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  4. Waalaikum assalam wa rahmatullaah,

    Wa iyaki. Alhamduillaah for whatever benefit this blog may bring and jazakillaahu khayr for your kind words dear sis.

    For teaching children phonics, generally the child would have some letter knowledge (i.e. know the names of the letters) because phonics instruction is where children are taught how to use letter-sound relationships to read and to spell words. It helps the child to know the letters (i.e. their names) because often the letters make the sound of their name.

    If, for example, the child does not know the letter taa (i.e. its name, what it looks like) and they are taught the sound it makes, it may be a bit difficult for them to associate that sound to anything. There needs to be a combination of knowledge present for the child to have the best chance of mastering the material...waallaahu a'lam.

    I hope I have understood you correctly insha'Allaah.

    As for not wishing to sit down and read after you then alhamdulillaah this is completely normal *smile*. At this young age, instruction is achieved through games and fun activities like you mentioned. The game pictured above is the type of game I would place in one of my learning stations/centres or use as an informal assessment tool also. It would also be used as a teaching tool but not the primary one.

    Does your son speak Arabic? If so then this activity should not prove too difficult for him b/c the pictures show things that children encounter very frequently in their environment insha'Allaah. If your son does not speak Arabic then this could help build is Arabic vocabulary insha'Allaah.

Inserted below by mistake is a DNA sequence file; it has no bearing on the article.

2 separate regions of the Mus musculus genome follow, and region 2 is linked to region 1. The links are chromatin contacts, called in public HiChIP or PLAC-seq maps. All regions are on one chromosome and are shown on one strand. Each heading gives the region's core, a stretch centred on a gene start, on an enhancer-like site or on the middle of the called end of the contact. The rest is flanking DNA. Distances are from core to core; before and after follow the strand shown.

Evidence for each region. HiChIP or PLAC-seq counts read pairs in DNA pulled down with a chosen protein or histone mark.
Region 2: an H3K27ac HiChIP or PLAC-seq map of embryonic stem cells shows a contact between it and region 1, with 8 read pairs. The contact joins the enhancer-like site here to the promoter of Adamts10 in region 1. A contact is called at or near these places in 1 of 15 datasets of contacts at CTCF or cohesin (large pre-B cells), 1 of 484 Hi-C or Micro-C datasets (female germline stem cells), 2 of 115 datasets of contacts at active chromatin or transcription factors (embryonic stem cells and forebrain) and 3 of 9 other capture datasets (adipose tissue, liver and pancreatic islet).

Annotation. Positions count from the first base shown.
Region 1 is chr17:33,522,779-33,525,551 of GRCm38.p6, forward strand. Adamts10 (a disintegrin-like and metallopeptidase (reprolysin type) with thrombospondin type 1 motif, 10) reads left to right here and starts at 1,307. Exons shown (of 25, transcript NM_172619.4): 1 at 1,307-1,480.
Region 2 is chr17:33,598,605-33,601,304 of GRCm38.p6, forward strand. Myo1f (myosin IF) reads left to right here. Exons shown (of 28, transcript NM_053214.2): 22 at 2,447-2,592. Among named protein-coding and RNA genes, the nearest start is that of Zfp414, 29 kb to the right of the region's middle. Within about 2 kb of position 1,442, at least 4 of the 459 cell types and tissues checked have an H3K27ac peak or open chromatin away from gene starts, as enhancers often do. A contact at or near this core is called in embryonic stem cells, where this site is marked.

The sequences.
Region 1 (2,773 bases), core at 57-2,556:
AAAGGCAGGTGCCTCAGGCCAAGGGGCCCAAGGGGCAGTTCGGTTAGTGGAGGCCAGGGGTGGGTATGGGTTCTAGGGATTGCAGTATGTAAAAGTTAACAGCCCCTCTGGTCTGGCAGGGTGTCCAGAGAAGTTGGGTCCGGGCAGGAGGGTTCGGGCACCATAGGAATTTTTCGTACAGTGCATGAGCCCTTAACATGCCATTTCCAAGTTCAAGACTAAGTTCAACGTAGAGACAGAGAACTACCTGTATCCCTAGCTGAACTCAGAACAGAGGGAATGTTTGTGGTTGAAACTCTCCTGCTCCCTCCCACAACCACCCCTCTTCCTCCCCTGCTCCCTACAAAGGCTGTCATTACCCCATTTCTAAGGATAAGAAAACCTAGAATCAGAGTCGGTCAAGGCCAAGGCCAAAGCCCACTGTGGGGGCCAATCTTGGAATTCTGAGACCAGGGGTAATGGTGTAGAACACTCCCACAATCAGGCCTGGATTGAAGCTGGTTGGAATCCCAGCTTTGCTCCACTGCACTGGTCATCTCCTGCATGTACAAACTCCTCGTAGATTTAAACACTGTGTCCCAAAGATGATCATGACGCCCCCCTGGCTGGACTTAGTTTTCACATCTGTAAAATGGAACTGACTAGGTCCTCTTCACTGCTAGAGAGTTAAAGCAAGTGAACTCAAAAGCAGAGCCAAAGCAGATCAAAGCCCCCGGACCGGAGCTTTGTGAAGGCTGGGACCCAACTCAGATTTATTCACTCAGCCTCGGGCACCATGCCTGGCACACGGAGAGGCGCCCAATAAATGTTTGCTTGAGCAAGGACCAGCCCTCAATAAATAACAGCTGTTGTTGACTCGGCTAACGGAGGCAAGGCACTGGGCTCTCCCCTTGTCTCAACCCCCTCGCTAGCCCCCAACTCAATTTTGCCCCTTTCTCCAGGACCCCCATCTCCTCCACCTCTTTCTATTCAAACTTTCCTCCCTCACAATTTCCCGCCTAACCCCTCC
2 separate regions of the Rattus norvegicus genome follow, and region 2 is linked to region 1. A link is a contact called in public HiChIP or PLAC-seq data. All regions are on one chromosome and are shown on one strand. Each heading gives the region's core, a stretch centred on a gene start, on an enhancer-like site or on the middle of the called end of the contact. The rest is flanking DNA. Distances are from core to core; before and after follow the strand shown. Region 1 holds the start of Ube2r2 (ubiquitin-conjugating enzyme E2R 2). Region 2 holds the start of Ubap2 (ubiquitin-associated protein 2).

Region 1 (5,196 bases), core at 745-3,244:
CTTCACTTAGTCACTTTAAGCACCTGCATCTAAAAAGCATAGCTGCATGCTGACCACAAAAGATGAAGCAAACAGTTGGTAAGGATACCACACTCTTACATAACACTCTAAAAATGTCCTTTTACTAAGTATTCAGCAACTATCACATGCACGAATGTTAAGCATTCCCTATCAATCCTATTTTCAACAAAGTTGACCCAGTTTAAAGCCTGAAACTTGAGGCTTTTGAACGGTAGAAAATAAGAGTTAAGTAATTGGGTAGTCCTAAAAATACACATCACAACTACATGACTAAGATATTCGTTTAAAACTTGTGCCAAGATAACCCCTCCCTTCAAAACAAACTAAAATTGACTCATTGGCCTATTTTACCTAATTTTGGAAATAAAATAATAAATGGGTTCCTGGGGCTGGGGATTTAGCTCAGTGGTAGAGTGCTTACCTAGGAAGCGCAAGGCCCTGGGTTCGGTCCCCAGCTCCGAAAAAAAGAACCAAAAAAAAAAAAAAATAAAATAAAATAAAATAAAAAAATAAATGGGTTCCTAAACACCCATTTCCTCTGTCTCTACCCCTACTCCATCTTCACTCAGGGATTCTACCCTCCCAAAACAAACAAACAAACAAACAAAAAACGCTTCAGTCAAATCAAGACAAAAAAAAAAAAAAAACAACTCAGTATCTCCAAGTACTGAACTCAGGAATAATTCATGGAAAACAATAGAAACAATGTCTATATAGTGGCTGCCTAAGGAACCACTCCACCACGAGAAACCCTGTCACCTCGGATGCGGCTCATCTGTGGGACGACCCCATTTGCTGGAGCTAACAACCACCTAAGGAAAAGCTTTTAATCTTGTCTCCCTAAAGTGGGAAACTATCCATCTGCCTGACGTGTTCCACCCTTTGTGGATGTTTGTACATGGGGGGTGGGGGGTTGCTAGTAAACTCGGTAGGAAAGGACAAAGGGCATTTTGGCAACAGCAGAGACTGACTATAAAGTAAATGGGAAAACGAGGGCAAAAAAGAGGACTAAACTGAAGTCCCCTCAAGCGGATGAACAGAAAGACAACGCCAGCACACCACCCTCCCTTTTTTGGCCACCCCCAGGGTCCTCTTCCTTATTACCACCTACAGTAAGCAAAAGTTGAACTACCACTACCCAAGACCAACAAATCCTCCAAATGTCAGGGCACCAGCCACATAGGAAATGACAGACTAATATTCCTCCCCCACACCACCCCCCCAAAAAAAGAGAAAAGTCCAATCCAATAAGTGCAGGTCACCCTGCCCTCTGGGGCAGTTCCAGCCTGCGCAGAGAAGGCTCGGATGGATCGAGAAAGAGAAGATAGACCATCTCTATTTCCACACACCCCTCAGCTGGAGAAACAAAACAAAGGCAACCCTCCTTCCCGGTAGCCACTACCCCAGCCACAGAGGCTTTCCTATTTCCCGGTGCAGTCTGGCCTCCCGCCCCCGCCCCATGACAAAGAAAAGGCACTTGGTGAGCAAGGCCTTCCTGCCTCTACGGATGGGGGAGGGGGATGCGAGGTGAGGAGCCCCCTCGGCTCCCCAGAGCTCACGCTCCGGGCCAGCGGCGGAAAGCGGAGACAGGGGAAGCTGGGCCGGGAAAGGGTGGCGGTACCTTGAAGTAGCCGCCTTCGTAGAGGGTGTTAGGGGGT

Did you wish to have ideas for this game specifically or for teaching phonics for the Arabic alphabet in general?

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  5. Assalaamu'alaykum sis,

    Jazzakillaahu khayran kathira for your quick response, mashaa Allaah!

    My son doesn't speak arabic, and neither do I. And neither does his father..

    I was thinking more of the Montessori method of teaching phonics first, whereby they don't teach the child the name of the letter. Just the picture of the letter, and the sound. I hope you know what I mean.

    When it comes to arabic, I am wondering if it is ok to use the same method?
    Like, Ah, and Buh, Tuh, Thh, Hhh.. or something, I wonder if I am making sense. *grin*

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  6. Waalaikum assalam wa rahmatullaah,

    I see, I see. Tayyib....this is one aspect of Montessori that I do not use in my classroom (i.e. how Montessori teaches reading) personally but that does not mean that I discount its effectiveness. The system I use in my classroom has produced such wonderful results that I am partial to it *smile*.

    As far as using the Montessori method to teach Arabic I do not know the answer to this question. You may wish to contact the AMI (American Montessori Institute) and perhaps they might be able to answer that question insha'Allaah.

    This is a good question and I am now curious to know myself. There is a Montessori school in KSA and I wonder if they use the Montessori method of teaching reading in Arabic?.....

    jazakillaahu khayr dear sis

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  7. assalam u alaikuim wa rahmatullah

    JazakhAllah Khayrun for your blog is brill especially the arabic part.

    Although Alhamdulillah I have taught my daughter basic arabic and need to improve upon mine you have provided me with fab ideas.

    JazakhAllah Khayrunxxx

    ReplyDelete